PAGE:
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Re: [GENERAL] How to know when to vacuum

From: Chris Johnson <cmj(at)inline-design(dot)com>
To: The Hermit Hacker <scrappy(at)hub(dot)org>
Cc: pgsql-general(at)postgreSQL(dot)org
Subject: Re: [GENERAL] How to know when to vacuum
Date: 1998-07-28 15:27:49
Message-ID: (view raw, whole thread or download thread mbox)
Lists: pgsql-general
Yes, but... does postgres maintain some statistics that could be queried
to determine whether vacuuming would be helpful? For Case 1 I would need
to know how many records were added since the last vacuum relative to the
total number of records in each table.  For case 2 I guess you really only
need to know how many records have been deleted.

Any way to get that information?


On Tue, 28 Jul 1998, The Hermit Hacker wrote:

> On Tue, 28 Jul 1998, Chris Johnson wrote:
> > 
> > OK, so there's been quite a bit of traffic about vacuuming databases as
> > well as more than one suggestion on how to do it.  But there really hasn't
> > been an answer to the question of how to know when to vacuum.
> > 
> > I now vacuum the databases every night, but this seems somewhat
> > inefficient... I know that some of the more active databases could use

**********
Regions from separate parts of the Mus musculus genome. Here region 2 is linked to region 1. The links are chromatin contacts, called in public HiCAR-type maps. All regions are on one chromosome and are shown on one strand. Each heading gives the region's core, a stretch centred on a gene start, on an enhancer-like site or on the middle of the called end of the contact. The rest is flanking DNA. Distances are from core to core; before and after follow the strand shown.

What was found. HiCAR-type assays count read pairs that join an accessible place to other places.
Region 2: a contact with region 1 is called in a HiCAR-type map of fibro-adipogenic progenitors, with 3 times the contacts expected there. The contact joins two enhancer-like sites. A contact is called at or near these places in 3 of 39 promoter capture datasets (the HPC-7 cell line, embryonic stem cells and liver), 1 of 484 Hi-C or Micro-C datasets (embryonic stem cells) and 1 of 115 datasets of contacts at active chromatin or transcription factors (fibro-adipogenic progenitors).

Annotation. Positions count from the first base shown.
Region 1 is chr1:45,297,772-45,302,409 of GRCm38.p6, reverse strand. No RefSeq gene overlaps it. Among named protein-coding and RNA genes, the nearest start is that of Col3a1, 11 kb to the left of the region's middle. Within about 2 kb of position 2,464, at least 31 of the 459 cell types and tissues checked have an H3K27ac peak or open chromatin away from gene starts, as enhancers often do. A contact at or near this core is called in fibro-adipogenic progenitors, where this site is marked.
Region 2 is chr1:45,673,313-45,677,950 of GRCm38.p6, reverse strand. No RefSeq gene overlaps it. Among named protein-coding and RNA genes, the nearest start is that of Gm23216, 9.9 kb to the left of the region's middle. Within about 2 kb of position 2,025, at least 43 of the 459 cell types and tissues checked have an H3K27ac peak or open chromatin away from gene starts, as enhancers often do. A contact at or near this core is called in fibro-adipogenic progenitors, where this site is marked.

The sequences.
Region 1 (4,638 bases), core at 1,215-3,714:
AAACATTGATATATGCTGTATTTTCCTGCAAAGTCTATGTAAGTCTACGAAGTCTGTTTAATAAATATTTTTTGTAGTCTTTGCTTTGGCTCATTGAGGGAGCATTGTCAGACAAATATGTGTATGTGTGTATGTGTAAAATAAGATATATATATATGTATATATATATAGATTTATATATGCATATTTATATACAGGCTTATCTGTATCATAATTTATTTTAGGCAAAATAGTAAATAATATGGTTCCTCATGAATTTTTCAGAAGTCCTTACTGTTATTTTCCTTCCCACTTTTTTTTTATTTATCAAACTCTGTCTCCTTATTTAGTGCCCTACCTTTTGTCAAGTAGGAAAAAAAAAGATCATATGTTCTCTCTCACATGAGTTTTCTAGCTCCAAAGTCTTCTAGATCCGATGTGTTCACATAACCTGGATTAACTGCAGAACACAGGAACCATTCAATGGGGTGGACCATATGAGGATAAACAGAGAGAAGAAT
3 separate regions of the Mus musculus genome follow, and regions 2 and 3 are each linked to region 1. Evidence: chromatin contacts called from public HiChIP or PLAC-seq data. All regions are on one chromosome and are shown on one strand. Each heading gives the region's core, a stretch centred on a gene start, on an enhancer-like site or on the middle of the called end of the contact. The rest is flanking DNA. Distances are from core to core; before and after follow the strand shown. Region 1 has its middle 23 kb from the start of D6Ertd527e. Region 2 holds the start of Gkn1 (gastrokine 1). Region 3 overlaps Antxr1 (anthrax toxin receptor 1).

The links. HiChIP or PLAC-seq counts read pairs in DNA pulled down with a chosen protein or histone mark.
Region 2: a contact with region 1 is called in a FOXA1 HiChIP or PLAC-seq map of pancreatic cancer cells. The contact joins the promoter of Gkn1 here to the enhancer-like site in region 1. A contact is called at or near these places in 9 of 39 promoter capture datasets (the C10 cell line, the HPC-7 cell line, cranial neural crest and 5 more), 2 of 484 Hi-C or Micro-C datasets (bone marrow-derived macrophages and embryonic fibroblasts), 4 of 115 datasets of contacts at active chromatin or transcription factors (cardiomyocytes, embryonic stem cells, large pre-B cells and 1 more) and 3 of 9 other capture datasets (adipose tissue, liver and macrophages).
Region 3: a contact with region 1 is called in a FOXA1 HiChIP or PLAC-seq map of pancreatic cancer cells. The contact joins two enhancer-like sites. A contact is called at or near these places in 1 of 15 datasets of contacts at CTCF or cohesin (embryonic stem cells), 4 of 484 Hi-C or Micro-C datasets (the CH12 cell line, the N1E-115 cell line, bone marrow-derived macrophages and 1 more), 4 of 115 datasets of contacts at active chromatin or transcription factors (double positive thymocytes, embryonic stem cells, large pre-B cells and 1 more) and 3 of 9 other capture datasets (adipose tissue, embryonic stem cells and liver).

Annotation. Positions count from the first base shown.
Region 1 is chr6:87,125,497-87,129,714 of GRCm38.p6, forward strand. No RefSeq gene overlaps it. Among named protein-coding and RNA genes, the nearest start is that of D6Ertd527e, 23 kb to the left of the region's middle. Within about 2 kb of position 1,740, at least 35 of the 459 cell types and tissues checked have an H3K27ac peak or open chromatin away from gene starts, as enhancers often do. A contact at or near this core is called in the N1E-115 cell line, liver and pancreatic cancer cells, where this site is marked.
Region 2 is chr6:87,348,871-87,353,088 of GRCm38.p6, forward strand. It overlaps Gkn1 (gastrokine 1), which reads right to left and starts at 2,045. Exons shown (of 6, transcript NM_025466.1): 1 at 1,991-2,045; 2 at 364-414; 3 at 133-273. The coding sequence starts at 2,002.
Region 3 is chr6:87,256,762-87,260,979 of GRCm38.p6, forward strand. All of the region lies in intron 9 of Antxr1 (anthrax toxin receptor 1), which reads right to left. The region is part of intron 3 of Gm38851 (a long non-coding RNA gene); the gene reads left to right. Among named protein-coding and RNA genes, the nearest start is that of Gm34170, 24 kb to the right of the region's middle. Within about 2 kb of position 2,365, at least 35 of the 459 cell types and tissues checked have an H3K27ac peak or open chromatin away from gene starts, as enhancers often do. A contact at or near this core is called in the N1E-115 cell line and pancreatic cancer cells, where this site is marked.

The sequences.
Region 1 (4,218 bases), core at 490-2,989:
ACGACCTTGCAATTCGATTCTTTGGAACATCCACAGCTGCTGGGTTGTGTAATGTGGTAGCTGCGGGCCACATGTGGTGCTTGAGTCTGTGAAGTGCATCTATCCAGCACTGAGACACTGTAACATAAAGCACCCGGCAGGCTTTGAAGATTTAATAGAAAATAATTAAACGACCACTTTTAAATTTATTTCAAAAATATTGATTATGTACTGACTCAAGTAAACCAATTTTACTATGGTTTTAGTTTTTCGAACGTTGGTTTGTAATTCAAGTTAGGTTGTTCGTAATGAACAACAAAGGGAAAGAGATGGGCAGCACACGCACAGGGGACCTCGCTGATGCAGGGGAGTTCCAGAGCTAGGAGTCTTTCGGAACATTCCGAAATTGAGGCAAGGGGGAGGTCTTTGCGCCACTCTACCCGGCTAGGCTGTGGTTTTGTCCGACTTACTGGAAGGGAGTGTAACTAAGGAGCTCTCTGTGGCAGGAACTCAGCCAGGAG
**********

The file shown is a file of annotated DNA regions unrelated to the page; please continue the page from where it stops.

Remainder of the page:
> > some extra vacuuming, but which ones? how often?  If there is a way to ask
> > postgres whether a specific database could use a vacuuming I will be happy
> > to write something to automate it, but I see no way to do so.
> > 
> > Anyone have any suggestions?
> There are two reasons, that I can think of, to run vacuum:
> 	1. update statistics used for the optimizer
> 	2. clean up "fragmentation"
> 1. the optimizer decides whether or not to use indices, and which ones it
>    uses, based on a miriad of values, but one of them is based on
>    statistics that vacuum generates.  ie. if the table is small, it might
>    be faster to just do a sequential scan vs using an index.  As such, a
>    vacuum should be performed after a large amount of inserts/deletes or
>    updates have been performed, so that the optimizer has reasonably
>    accurate numbers to work with.  VACUUM ANALYZE can be used for this
>    one, which, in the future, will hopefully not lock down the database
>    while its being performed. 
> 2. the server currently doesn't "reuse" deleted rows, but just keeps
>    appending them to the end.  running a straight VACUUM will perform a
>    de-fragmentation by essentially re-writing the database and then
>    performing equivalent to an 'ftruncate()' at the end to shrink the
>    table size back down again.  The only time you should have to do a full
>    VACUUM is after a massive amount of DELETEs to a table...and,
>    hopefully, the requirement for that will decrease over time too, as
>    there has been talk about adding in functionality to reuse delete
>    rows.. 

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